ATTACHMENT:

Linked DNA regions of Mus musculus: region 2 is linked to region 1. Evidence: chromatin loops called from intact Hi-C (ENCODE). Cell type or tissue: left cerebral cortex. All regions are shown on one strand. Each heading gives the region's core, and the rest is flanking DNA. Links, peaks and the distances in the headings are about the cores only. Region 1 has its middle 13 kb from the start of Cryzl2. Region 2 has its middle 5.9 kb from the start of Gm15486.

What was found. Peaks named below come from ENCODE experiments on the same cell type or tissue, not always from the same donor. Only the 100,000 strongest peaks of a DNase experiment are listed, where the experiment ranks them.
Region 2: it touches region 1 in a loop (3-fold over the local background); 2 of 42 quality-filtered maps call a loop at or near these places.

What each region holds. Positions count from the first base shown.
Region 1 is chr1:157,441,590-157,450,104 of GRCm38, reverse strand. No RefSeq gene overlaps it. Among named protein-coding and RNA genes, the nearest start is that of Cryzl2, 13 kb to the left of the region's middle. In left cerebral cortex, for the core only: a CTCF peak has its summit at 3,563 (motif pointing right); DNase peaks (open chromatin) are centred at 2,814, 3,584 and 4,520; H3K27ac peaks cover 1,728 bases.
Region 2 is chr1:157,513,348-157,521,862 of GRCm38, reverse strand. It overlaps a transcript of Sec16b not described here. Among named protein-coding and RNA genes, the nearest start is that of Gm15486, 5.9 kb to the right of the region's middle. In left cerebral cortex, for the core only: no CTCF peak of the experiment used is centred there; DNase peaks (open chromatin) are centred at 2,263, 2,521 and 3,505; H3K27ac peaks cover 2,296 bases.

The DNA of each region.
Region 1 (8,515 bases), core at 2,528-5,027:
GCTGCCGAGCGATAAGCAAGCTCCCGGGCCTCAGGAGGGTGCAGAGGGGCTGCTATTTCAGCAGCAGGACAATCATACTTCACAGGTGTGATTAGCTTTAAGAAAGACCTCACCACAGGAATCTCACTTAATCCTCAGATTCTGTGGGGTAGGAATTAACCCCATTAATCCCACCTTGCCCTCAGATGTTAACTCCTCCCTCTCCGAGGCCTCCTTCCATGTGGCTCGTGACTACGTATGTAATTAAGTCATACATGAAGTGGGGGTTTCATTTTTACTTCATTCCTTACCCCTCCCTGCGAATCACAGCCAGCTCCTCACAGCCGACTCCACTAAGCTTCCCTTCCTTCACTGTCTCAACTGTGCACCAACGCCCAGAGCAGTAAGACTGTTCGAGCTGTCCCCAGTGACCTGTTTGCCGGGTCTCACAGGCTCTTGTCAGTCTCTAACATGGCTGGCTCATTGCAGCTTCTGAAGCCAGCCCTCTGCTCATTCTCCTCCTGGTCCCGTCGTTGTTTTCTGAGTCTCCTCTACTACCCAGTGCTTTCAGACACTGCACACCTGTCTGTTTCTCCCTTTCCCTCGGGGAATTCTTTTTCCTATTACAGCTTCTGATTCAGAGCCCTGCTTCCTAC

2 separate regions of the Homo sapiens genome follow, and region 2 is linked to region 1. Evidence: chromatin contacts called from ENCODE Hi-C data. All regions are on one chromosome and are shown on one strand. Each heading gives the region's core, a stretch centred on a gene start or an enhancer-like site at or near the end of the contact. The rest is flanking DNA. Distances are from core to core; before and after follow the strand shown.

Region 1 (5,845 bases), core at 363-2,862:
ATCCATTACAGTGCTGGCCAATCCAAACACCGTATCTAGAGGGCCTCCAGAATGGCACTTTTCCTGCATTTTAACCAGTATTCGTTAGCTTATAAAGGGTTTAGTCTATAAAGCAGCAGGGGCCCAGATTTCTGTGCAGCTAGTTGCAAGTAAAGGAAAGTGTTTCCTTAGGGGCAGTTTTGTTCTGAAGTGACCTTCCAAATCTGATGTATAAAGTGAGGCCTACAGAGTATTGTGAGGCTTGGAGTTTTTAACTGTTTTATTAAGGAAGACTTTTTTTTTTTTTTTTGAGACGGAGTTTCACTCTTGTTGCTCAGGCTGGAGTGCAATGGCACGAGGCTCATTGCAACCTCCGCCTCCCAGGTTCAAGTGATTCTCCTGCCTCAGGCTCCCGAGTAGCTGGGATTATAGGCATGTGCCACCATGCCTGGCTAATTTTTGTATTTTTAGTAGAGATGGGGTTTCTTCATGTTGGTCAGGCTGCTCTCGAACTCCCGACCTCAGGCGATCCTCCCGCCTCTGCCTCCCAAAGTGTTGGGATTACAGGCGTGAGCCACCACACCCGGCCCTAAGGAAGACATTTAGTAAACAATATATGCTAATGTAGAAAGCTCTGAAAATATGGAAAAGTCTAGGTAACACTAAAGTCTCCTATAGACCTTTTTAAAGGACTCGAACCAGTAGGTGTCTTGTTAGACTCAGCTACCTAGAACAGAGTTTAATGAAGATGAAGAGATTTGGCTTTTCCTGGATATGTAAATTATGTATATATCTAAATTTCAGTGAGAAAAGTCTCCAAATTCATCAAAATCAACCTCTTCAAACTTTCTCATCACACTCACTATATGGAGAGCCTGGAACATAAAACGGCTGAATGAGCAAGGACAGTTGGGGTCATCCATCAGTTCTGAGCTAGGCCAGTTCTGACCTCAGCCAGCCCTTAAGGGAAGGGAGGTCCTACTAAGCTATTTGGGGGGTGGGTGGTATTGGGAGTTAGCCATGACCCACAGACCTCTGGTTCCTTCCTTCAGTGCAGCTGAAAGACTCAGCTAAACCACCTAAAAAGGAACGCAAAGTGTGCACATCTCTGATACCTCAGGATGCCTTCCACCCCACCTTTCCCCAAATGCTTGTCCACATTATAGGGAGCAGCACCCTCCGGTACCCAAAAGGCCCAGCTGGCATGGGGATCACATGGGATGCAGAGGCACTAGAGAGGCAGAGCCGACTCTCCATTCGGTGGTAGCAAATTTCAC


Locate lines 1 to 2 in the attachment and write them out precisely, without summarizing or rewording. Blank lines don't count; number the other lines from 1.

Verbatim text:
Linked DNA regions of Mus musculus: region 2 is linked to region 1. Evidence: chromatin loops called from intact Hi-C (ENCODE). Cell type or tissue: left cerebral cortex. All regions are shown on one strand. Each heading gives the region's core, and the rest is flanking DNA. Links, peaks and the distances in the headings are about the cores only. Region 1 has its middle 13 kb from the start of Cryzl2. Region 2 has its middle 5.9 kb from the start of Gm15486.

What was found. Peaks named below come from ENCODE experiments on the same cell type or tissue, not always from the same donor. Only the 100,000 strongest peaks of a DNase experiment are listed, where the experiment ranks them.